Other features of the present invention will be more readily understood from the following description of specific embodiments thereof when reviewed in conjunction with the drawings.

BRIEF DESCRIPTION OF THE DRAWINGS

FIG. 1 is an end cross-sectional view of a cable of the present invention.

DETAILED DESCRIPTION

Referring now to FIG. 1, there is shown a communications cable, which is designated generally by the numeral 10 and is flame retardant and smoke suppressive. Cable 10 includes core member 12 which comprises an inner or central metallic conductor member 14 surrounded by dielectric member 16. The inner or central conductor member 14 is preferably copper or aluminum such as is typical for coaxial cables. Dielectric member 16 made be any suitable insulating material having adequate dielectric properties and is most preferably foamed, or expanded, polyethylene. Dielectric member 16 is surrounded by an outer metallic conductor member 18 which is preferably copper or aluminum and consists, preferably, of an aluminum tape surrounded by a copper braid. The coaxial structure formed by the core member and the outer conductor is in turn encased in a jacket 20 manufactured according to the present invention which renders the cable flame retardant and smoke suppressive.

A foamed polyethylene dielectric member has poor flame spread resistance and smoke generating properties. However, the excellent dielectric properties of foamed polyethylene make it desirable as dielectric material for coaxial cables. The jacket material of the present invention overcomes the poor flame spread and smoke properties of the dielectric and enables the cable manufactured according to the present invention to be used as a plenum cable.

Jacket 20 is made of a halogenated polymer having a heat of combustion less than 7000 BTU per pound and including a free radical scavenger. The inventors have discovered that polymers with a heat of combustion lower than 7000 BTU per pound are suitable for the jacket of the invention as long as they either include intrinsically a free radical scavenger or have a free radical scavenger added thereto. A free radical scavenger acts as a quenching agent for free radicals, thus removing free radicals, such as OH and O, that are essential for flame propagation. The quenching of free radicals slows the rate of energy production and results in extinction of the flame. Halogenated compounds have been shown to act as free radical scavengers by the following reactions: HBr+OH.RTM.H.sub.2 O+Br and HBr+0.RTM.OH+Br. Inorganic compounds act to reduce flame propagation in at least two ways, by lowering the fuel content of the polymer and by acting, in combination with halogen acids, to promote char formation and to provide an inert blanket over the jacket, thus excluding oxygen and preventing flame spread. An example of a commonly used compound is antimony oxide which is converted to a volatile species by a halogen acid released by a halogenated organic. The resulting antimony trihalide or antimony halide oxide is the flame suppressant.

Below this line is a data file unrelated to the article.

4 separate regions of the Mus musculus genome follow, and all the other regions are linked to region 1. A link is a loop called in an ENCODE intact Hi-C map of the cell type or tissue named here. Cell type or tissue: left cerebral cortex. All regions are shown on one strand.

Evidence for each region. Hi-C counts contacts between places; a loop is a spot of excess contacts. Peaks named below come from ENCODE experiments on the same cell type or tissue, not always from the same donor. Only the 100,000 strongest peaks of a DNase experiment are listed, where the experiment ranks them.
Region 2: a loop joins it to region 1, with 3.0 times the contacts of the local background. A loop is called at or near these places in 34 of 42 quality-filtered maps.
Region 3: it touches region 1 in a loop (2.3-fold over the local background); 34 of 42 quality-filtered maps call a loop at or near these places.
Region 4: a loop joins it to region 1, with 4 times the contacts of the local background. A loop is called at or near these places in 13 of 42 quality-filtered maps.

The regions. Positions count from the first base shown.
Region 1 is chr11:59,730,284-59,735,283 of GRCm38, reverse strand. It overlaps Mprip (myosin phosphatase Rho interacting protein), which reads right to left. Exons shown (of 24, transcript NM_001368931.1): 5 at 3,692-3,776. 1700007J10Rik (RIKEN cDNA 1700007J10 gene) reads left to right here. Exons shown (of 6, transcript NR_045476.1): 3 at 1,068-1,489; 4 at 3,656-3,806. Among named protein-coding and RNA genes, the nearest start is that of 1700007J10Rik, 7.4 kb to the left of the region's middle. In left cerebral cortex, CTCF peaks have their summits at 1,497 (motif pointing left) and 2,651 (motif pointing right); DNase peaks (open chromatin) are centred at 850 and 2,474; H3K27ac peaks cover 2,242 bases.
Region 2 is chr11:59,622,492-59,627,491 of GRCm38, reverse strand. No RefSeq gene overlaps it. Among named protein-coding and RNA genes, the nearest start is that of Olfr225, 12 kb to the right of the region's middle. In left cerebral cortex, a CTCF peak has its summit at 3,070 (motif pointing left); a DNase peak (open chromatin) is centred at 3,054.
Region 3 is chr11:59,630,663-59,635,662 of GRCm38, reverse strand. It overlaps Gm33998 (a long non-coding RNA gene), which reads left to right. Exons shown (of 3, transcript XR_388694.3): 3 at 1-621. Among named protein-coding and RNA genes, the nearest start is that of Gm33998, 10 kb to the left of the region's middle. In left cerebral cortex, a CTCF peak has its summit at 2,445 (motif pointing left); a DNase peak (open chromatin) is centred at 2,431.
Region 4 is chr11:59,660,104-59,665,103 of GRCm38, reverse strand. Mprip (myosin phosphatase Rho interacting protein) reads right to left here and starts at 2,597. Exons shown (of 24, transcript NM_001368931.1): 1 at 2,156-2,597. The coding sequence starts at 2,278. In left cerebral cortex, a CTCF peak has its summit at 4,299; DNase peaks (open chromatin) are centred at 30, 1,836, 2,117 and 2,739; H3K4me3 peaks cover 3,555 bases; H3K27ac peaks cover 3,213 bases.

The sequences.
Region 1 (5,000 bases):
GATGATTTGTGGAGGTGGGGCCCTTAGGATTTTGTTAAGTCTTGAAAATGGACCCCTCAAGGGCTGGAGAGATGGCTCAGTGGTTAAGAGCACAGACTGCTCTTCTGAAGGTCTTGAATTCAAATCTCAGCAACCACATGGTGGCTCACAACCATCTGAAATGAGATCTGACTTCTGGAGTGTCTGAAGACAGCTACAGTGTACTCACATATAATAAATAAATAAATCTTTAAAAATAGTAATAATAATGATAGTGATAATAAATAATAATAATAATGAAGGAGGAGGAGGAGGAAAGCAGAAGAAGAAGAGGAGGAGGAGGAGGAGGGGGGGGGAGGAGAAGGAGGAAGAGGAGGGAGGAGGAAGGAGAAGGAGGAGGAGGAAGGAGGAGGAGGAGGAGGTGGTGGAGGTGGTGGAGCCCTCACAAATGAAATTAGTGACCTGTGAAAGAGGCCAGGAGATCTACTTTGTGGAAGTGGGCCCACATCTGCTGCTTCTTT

Smoke suppression is a function of the fire retarding and smoke suppressing ability of the jacket polymer material itself as well as the ability of the jacket to keep flame away from the smoke-providing dielectric, by being of adequate thickness and/or by forming a char. In other words, smoke suppressing ability of a cable jacket is determined by the jacket chemical and physical properties. Many inorganics also function as smoke suppressants, for example, antimony, molybdenum, tungsten, zinc, and aluminum, and are commonly added to polymers to increase the smoke suppression of the polymer.

Preferably, the heat of combustion of the material ranges from approximately 2300 BTU per pound to approximately 7000 BTU per pound. Examples of appropriate halogenated polymers include copolymers of vinylidene fluoride (VF.sub.2), ethylene chlorotrifluoroethylene polymers, and PVC formulated for low smoke emission. Optionally, the polymer may have a smoke suppressant added thereto. Examples of appropriate polymers are HALAR 379--a trade name for a plasticized ECTFE; SOLEF 11008/0003--a trade name for a VF.sub.2 /hexafluoropropylene copolymer with a smoke suppressant; SOLEF 32008/0003--a trade name for a VF.sub.2 /20% ECTFE copolymer with a smoke suppressant; SOLEF 32008/0009--a trade name for a VF.sub.2 /20% ECTFE copolymer with additional smoke suppressant; and Alpha Gary 692OF1--a low smoke formulated PVC. The preferred polymer is SOLEF 32008/0009, sold by Solvay Polymers, Houston, Tex. This polymer has an oxygen index according to ASTM D2863 of 95% and a UL 94 classification of V-0.